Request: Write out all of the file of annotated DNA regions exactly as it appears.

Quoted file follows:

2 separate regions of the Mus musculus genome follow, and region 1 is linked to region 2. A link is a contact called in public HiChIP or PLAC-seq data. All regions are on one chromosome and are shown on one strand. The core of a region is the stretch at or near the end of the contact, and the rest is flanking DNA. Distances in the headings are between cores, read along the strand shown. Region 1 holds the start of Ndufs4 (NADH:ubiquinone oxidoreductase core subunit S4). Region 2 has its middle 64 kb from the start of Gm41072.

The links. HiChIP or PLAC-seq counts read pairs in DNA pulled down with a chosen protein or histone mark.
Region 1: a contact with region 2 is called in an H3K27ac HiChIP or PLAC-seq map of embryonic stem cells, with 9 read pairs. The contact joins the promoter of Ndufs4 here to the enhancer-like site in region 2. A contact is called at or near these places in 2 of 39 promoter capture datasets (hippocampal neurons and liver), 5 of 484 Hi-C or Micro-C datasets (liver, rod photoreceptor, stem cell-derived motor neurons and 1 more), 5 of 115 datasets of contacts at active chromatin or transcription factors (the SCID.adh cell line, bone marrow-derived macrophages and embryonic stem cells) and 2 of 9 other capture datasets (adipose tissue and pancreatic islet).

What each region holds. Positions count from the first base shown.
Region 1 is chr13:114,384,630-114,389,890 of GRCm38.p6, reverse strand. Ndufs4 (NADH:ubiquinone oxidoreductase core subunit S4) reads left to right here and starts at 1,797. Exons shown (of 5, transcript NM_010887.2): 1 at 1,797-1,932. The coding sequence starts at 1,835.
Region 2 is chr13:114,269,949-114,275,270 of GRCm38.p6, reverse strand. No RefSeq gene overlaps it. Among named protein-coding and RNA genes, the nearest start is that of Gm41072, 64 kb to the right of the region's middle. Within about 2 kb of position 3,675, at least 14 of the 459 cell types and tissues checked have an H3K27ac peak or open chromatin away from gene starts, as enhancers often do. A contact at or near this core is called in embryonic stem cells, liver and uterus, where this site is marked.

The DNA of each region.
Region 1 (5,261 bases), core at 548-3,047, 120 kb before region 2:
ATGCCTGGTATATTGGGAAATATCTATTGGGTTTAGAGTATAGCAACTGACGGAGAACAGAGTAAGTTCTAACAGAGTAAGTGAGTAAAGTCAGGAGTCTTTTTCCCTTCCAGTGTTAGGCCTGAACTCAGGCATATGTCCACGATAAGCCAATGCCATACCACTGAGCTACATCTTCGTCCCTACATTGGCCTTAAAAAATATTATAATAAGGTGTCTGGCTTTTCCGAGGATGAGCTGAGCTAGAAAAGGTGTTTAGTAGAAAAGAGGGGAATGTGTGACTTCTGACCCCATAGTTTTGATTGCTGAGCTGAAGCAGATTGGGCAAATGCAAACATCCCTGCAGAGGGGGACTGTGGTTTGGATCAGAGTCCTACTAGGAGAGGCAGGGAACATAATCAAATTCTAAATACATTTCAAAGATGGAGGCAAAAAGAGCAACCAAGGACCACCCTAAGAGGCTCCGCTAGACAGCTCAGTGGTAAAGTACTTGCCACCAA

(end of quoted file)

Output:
2 separate regions of the Mus musculus genome follow, and region 1 is linked to region 2. A link is a contact called in public HiChIP or PLAC-seq data. All regions are on one chromosome and are shown on one strand. The core of a region is the stretch at or near the end of the contact, and the rest is flanking DNA. Distances in the headings are between cores, read along the strand shown. Region 1 holds the start of Ndufs4 (NADH:ubiquinone oxidoreductase core subunit S4). Region 2 has its middle 64 kb from the start of Gm41072.

The links. HiChIP or PLAC-seq counts read pairs in DNA pulled down with a chosen protein or histone mark.
Region 1: a contact with region 2 is called in an H3K27ac HiChIP or PLAC-seq map of embryonic stem cells, with 9 read pairs. The contact joins the promoter of Ndufs4 here to the enhancer-like site in region 2. A contact is called at or near these places in 2 of 39 promoter capture datasets (hippocampal neurons and liver), 5 of 484 Hi-C or Micro-C datasets (liver, rod photoreceptor, stem cell-derived motor neurons and 1 more), 5 of 115 datasets of contacts at active chromatin or transcription factors (the SCID.adh cell line, bone marrow-derived macrophages and embryonic stem cells) and 2 of 9 other capture datasets (adipose tissue and pancreatic islet).

What each region holds. Positions count from the first base shown.
Region 1 is chr13:114,384,630-114,389,890 of GRCm38.p6, reverse strand. Ndufs4 (NADH:ubiquinone oxidoreductase core subunit S4) reads left to right here and starts at 1,797. Exons shown (of 5, transcript NM_010887.2): 1 at 1,797-1,932. The coding sequence starts at 1,835.
Region 2 is chr13:114,269,949-114,275,270 of GRCm38.p6, reverse strand. No RefSeq gene overlaps it. Among named protein-coding and RNA genes, the nearest start is that of Gm41072, 64 kb to the right of the region's middle. Within about 2 kb of position 3,675, at least 14 of the 459 cell types and tissues checked have an H3K27ac peak or open chromatin away from gene starts, as enhancers often do. A contact at or near this core is called in embryonic stem cells, liver and uterus, where this site is marked.

The DNA of each region.
Region 1 (5,261 bases), core at 548-3,047, 120 kb before region 2:
ATGCCTGGTATATTGGGAAATATCTATTGGGTTTAGAGTATAGCAACTGACGGAGAACAGAGTAAGTTCTAACAGAGTAAGTGAGTAAAGTCAGGAGTCTTTTTCCCTTCCAGTGTTAGGCCTGAACTCAGGCATATGTCCACGATAAGCCAATGCCATACCACTGAGCTACATCTTCGTCCCTACATTGGCCTTAAAAAATATTATAATAAGGTGTCTGGCTTTTCCGAGGATGAGCTGAGCTAGAAAAGGTGTTTAGTAGAAAAGAGGGGAATGTGTGACTTCTGACCCCATAGTTTTGATTGCTGAGCTGAAGCAGATTGGGCAAATGCAAACATCCCTGCAGAGGGGGACTGTGGTTTGGATCAGAGTCCTACTAGGAGAGGCAGGGAACATAATCAAATTCTAAATACATTTCAAAGATGGAGGCAAAAAGAGCAACCAAGGACCACCCTAAGAGGCTCCGCTAGACAGCTCAGTGGTAAAGTACTTGCCACCAA